One Monday we made the journey in the rain to Itaewon for a sandwich feast at Casablanca Sandwicherie. Our little hearts were crushed when we got to the front of the empty shop and saw the lights off, a sign saying “closed Mondays”. We paced up and down the road trying to think of something that would fit the sandwich craving and settled on burgers across the road. While it was filling, it wasn’t anything to write about, however they did have good chips and beer. I first read about Casablanca Sandwicherie in this hilarious piece about sandwiches in Korea. It says what I and quite possibly many other foreigners here, feel for the humble sandwich that is being butchered.
On the rare occasions when homesickness struck, Bobby would buy me this “sandwich” from Paris Baguette in an attempt to make me feel better. It had the opposite effect. The bread is sickly sweet and cake like, soggy in parts from the wet lettuce and limp cucumber. The processed meat has a slimy cover and the cheese is beyond plastic. It sits on the shelf for days, cut into tiny delicate triangles and sold at a hefty price that could buy you a decent Korean meal. I can deal with the sandwich fillings, but not the candy bread. Typing in sandwiches in Seoul led me to “Derek Versus Lonely Planet” (amazing food blogger) who’d written about Casablanca Sandwich and got me with this line:
Finally, the bread. This bread is some of the softest and freshest bread I have ever had. I swear to God it was still warm when it was placed on the table. This is the real deal. – Derek Versus Lonely Planet
SOLD! We went and it didn’t disappoint. Two chicken sandwiches were ordered and we sat down in the cosy shop. I’ll start with the bread and work in. It has a beautiful crust with a slight crunch when you bite in which then gives way to chewy, soft warm yeasty greatness that instantly comforts and lifts the spirits (Who doesn’t love good bread?). Rich mayo is thickly smeared on the top inside with a spicy sauce that sticks to the marinated chicken and deep-fried mashed potato balls. This post here practically gives away their recipe for the chicken which we’ll test out at a later date. The large chicken pieces have just the right amount of acidic and spice flavour oomph and, together with the fried crisp potato balls that become creamy mashed potato, play well off of each other in textures. The lettuce was fresh, the tomatoes juicy, the dill pickles crunchy, sweet and sour. That first sandwich left us craving more. We tried again with friends but were too late in the evening and the bread had sold out. Another attempt had us take the trip back on that dreary Monday. Defeated by the lack of sandwiches, but stuffed from the burgers, we ended up hiking to Namsan Tower for a look around at the sunset and city lights, taking the cable car down. *Traveller’s Tip* Don’t take the cable car. 6,000 won per person sees you packed in like sardines. It’s not worth it as you can’t turn around to take a photo. It felt exactly like a subway ride, not a peaceful gondola ride and was over in two minutes. Save your pennies and get your extra exercise in.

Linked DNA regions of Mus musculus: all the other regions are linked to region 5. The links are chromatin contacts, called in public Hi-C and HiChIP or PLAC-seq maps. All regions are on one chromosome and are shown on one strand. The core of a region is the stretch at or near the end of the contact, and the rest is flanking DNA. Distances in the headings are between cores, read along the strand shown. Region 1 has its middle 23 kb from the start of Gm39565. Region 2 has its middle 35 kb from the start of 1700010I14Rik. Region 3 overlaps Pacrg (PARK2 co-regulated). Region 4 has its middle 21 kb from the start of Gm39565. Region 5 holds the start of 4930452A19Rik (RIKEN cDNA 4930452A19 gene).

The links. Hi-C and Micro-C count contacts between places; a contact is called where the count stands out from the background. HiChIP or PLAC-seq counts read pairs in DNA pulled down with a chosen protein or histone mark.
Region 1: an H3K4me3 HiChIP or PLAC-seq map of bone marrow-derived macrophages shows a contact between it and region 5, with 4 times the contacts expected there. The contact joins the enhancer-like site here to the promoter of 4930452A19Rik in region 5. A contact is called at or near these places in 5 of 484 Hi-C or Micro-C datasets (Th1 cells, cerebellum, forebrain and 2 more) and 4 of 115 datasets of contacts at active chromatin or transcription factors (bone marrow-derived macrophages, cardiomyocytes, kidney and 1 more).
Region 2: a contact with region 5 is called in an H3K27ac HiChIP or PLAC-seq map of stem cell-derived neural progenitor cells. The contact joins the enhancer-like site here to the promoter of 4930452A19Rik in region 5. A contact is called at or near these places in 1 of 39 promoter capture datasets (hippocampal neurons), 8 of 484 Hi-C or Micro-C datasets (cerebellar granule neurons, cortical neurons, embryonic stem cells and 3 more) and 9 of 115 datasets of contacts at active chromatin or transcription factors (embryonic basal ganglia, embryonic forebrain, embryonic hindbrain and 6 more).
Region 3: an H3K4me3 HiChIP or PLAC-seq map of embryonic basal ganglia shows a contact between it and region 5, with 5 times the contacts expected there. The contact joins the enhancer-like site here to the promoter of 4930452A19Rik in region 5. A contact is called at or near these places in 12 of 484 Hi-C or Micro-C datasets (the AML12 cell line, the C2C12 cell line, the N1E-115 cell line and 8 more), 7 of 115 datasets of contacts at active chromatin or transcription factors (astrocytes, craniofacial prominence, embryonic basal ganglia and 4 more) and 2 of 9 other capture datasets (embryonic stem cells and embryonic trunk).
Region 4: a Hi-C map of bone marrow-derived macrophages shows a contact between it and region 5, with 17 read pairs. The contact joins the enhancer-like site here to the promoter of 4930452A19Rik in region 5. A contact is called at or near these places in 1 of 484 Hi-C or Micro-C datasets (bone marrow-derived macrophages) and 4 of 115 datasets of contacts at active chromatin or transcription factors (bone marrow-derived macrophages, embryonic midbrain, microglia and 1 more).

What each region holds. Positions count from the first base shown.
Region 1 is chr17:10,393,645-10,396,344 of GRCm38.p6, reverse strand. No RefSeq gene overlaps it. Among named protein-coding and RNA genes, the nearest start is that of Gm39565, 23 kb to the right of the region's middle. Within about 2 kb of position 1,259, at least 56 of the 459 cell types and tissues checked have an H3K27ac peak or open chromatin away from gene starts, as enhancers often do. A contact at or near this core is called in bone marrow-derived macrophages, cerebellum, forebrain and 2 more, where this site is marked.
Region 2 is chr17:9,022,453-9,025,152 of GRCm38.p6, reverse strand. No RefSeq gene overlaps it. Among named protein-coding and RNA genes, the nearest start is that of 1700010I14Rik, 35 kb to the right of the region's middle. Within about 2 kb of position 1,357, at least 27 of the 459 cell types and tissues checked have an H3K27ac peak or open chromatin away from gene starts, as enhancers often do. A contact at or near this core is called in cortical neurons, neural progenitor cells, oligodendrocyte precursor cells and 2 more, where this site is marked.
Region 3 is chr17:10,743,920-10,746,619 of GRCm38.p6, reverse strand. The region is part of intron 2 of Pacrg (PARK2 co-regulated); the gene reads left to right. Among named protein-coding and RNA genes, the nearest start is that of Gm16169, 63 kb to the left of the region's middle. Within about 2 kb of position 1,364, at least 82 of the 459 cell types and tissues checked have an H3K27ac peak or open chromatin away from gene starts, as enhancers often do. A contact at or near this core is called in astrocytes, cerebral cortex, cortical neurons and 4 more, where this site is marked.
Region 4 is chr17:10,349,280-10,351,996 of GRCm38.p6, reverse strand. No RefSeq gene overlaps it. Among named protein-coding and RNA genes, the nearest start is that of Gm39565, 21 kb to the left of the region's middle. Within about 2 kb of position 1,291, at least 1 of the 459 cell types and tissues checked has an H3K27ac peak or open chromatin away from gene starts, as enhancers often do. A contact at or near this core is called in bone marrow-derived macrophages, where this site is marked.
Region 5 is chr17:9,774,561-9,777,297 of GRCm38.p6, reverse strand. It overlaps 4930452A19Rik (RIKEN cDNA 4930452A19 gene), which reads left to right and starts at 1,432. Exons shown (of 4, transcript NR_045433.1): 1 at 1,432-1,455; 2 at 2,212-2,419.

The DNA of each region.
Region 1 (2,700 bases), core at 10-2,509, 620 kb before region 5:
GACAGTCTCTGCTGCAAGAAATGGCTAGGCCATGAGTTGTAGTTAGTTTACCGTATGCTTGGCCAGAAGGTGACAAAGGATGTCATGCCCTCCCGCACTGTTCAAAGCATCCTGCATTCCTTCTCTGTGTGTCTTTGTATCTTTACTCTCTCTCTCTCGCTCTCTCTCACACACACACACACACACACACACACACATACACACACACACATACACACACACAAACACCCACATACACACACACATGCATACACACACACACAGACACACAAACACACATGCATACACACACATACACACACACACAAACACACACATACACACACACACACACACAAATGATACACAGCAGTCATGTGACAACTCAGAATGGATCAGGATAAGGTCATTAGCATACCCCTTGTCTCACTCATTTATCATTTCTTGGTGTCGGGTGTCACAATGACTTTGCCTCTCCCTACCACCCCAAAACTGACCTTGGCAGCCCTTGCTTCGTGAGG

Wednesday, we attempted again and were successful. We ordered three: Moroccan Chicken, Lamb Chili and Berber Omelette. Chicken has the textures and all the rich flavours. Lamb has the delicious spices and depth. Berber Omelette was soft but still had really awesome flavours.
The owners and staff are really friendly and they cut all our sandwiches in half so we could mix them around. We can’t praise this place enough and in times of need, it’s worth two mat-jibs to me. For directions, at the start of this post, detailed instructions are at the top. Happy eating – Chan and Bob